Breaking and Burning

By

The week after we get home from the hospital I spend every second I can sitting in front of the computer searching for information, anything that can help us, tears streaming down my face most of the time, as I hear the voices of other mothers sharing their tales of the daily blood sugar battle. Every minute that I’m not in front of the computer I spend caring for my four-year-old son. I prick his fingers; I count his carbs; I give him shots. He hates it. He screams and kicks and it takes both my husband and my mother to hold him still so I can poke needles into his arms and his legs. They pin him down and I stick him. I am relentless. This disease is relentless. And I am so pissed off.

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I wash my hands at the kitchen sink before I prepare the insulin pen for my son Matthew’s post-breakfast shot. I stare out the window. Out back by the stone wall there’s a pile of sticks that’s taller than me. It’s a ten-foot-wide snarl of twigs and branches and bark that’s been growing since we moved in five years ago, an accumulation of debris that, piece by piece, fell from the trees in our yard. The sticks drive my husband crazy. Over the summer, I made a game of it with the boys to see who could collect more sticks for the pile, but it’s autumn now and my husband curses the trees and the leaves they make. The neighbors behind us, with their designer landscape and chemical green lawn, hate our trees too, suggesting we remove the overgrowth sprouting along the upper ridge of the wall, even offering to do it for us if we’ll pay for the line of evenly spaced arborvitaes they say they’ll plant. I decline every time they offer, in part because I know it drives them crazy, but mostly because I love the tiny bit of wild country arching up over our backyard.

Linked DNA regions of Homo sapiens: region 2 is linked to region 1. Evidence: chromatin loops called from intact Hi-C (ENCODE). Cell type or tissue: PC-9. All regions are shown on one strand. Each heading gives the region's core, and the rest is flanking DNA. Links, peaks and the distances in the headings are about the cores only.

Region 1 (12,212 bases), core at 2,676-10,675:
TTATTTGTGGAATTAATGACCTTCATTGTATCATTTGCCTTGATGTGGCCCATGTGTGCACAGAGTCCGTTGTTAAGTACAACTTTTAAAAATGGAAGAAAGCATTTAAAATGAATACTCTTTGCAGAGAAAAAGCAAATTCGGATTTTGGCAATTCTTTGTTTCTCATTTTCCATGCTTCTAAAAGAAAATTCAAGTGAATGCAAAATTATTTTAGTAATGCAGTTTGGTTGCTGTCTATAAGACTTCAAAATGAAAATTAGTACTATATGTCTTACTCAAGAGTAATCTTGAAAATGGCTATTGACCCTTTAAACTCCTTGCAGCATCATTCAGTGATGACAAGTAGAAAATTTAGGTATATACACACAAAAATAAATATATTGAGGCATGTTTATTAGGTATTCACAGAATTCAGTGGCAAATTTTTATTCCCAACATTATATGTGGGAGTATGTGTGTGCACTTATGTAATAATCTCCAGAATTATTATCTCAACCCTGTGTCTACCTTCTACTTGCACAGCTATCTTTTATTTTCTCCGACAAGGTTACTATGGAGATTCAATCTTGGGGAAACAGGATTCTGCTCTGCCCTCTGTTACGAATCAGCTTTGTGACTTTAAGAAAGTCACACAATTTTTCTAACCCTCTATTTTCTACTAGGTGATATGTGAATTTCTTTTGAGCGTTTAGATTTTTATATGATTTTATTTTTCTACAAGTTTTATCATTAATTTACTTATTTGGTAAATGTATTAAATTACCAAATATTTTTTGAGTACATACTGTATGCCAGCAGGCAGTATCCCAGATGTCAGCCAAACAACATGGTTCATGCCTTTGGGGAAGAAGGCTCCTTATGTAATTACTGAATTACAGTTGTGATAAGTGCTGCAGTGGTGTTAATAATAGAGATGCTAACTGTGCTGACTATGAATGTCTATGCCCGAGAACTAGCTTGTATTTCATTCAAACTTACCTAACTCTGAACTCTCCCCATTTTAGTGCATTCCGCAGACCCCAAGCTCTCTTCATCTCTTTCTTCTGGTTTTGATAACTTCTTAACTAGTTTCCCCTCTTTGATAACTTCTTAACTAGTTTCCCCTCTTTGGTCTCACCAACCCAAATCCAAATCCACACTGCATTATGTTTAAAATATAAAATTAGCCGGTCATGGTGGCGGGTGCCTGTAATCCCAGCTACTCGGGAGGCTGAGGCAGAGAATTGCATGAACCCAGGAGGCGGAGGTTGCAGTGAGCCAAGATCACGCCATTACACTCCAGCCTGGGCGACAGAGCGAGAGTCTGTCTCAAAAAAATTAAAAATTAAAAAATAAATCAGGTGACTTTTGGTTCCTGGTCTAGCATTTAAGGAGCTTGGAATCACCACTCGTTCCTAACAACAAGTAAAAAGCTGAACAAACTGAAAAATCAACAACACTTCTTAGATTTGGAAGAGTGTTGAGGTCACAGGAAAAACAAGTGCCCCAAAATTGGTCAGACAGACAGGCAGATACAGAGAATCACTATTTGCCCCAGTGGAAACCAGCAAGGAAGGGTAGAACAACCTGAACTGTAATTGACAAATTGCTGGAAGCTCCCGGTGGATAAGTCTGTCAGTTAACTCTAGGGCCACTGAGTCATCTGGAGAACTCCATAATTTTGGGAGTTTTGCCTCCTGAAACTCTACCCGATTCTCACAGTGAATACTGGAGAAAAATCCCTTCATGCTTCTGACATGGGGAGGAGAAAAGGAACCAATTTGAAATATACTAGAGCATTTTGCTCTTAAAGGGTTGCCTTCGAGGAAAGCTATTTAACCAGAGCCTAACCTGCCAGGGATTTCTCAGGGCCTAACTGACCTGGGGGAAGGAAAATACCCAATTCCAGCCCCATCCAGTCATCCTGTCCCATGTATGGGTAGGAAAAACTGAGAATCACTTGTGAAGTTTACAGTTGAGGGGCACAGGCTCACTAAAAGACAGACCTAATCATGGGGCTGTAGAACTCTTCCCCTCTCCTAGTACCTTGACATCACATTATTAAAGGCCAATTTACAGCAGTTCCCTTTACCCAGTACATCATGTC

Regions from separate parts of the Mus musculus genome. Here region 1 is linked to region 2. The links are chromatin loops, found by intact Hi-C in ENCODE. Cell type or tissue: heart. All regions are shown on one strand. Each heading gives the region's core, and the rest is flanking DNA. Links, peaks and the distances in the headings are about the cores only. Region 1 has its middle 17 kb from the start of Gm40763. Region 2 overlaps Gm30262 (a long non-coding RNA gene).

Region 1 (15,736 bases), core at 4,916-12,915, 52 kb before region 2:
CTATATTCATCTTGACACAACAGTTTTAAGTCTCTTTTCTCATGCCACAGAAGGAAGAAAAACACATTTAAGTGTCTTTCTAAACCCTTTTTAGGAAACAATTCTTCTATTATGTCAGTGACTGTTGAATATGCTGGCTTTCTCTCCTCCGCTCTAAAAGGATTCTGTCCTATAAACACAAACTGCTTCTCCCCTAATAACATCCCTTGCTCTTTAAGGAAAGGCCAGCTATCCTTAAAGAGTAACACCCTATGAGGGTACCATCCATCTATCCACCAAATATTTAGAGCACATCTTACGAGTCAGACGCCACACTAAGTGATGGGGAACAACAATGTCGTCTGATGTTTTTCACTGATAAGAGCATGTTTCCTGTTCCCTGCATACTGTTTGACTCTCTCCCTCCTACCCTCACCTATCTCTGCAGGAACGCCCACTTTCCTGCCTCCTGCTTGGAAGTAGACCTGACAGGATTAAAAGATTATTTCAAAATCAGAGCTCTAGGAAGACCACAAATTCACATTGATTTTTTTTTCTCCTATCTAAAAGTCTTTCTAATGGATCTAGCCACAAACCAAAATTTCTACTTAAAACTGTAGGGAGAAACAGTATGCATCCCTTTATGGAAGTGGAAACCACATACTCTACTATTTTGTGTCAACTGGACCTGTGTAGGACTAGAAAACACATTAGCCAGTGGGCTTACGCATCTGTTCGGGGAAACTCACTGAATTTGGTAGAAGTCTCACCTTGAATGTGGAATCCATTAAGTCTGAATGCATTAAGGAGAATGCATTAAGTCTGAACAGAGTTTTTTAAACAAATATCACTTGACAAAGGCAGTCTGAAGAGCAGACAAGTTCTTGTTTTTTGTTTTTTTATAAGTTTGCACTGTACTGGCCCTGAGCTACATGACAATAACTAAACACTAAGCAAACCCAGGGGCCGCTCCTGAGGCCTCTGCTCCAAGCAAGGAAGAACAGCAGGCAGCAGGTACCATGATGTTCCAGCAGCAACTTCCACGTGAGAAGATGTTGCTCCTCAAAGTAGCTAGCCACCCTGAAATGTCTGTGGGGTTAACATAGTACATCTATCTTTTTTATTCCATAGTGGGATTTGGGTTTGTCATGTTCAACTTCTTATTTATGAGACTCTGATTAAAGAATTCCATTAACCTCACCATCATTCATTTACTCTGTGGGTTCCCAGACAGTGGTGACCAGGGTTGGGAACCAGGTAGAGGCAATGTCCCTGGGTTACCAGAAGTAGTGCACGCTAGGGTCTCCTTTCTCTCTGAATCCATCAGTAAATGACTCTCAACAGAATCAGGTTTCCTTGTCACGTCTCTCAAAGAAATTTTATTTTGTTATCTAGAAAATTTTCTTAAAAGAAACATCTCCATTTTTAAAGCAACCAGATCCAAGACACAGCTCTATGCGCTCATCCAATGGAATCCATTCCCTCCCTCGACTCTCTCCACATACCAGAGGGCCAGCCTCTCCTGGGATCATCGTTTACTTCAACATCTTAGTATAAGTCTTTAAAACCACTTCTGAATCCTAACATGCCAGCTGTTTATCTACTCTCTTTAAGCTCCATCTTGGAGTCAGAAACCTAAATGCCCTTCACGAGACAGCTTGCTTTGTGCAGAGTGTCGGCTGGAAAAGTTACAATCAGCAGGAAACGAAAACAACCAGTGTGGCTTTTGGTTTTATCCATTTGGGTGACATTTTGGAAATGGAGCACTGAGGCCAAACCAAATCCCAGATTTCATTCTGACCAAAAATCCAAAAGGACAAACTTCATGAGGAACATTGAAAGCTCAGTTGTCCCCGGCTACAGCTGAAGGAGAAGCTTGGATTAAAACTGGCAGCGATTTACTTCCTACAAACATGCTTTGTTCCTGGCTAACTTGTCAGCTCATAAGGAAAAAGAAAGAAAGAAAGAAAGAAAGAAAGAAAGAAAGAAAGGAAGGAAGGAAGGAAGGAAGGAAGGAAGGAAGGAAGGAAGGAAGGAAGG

Tangled

I know that the better I control the schedule the better his blood sugar numbers will be, so I wake Matthew before seven every morning to inject him with the time release insulin that will run in the background of his body, forming a little safety net of sugar-squashing serum that will keep his level from getting too high throughout the day. He hates this shot. The nurses told us that the medicine stings going in and I have to leave the needle in his arm for six seconds so he screams and wiggles as my husband and mother hold him down. I offer soothing words but cry myself every time I pull the syringe out. I try to hug him and he kicks me in the neck. I have to kneel in front of the chair to reach his arms or legs, so his feet strike my chest or my face, mostly. Sometimes he breaks free and smacks me in the face with an open palm if I don’t stand up fast enough. My mother yells at him, but I tell her not to. I deserve to be hit. He doesn’t deserve this.

Week three post diagnosis, my mother is leaving, returning to my father and their everyday-is-sunny life in Arizona where they will drive the golf cart to the club to have lunch after their daily round and discuss how fast the greens were or how slow, how so-and-so saw a rattlesnake on the eleventh hole again and how the javelinas ate all the geraniums from the planters in front of the atrium and isn’t anyone going to do something about that? Matthew and his brother still talk about the hillsides covered in saguaro cactus that we drove through on the way to the Desert Museum when we were out in Tucson last March. This isn’t a lush green forest like the ones I grew up with. It’s an army of cactus, the kind Snoopy’s cousin Spike slept under in the Sunday paper when I was a kid. I had warned the boys not to go too near the cactus, especially the cholla, because they have spines that can actually jump at you and embed in your clothes or skin and that would really hurt, like being stuck with a thousand needles at the doctor’s office. That’s what I told them. I scared them with a thousand needles in order to keep them safe.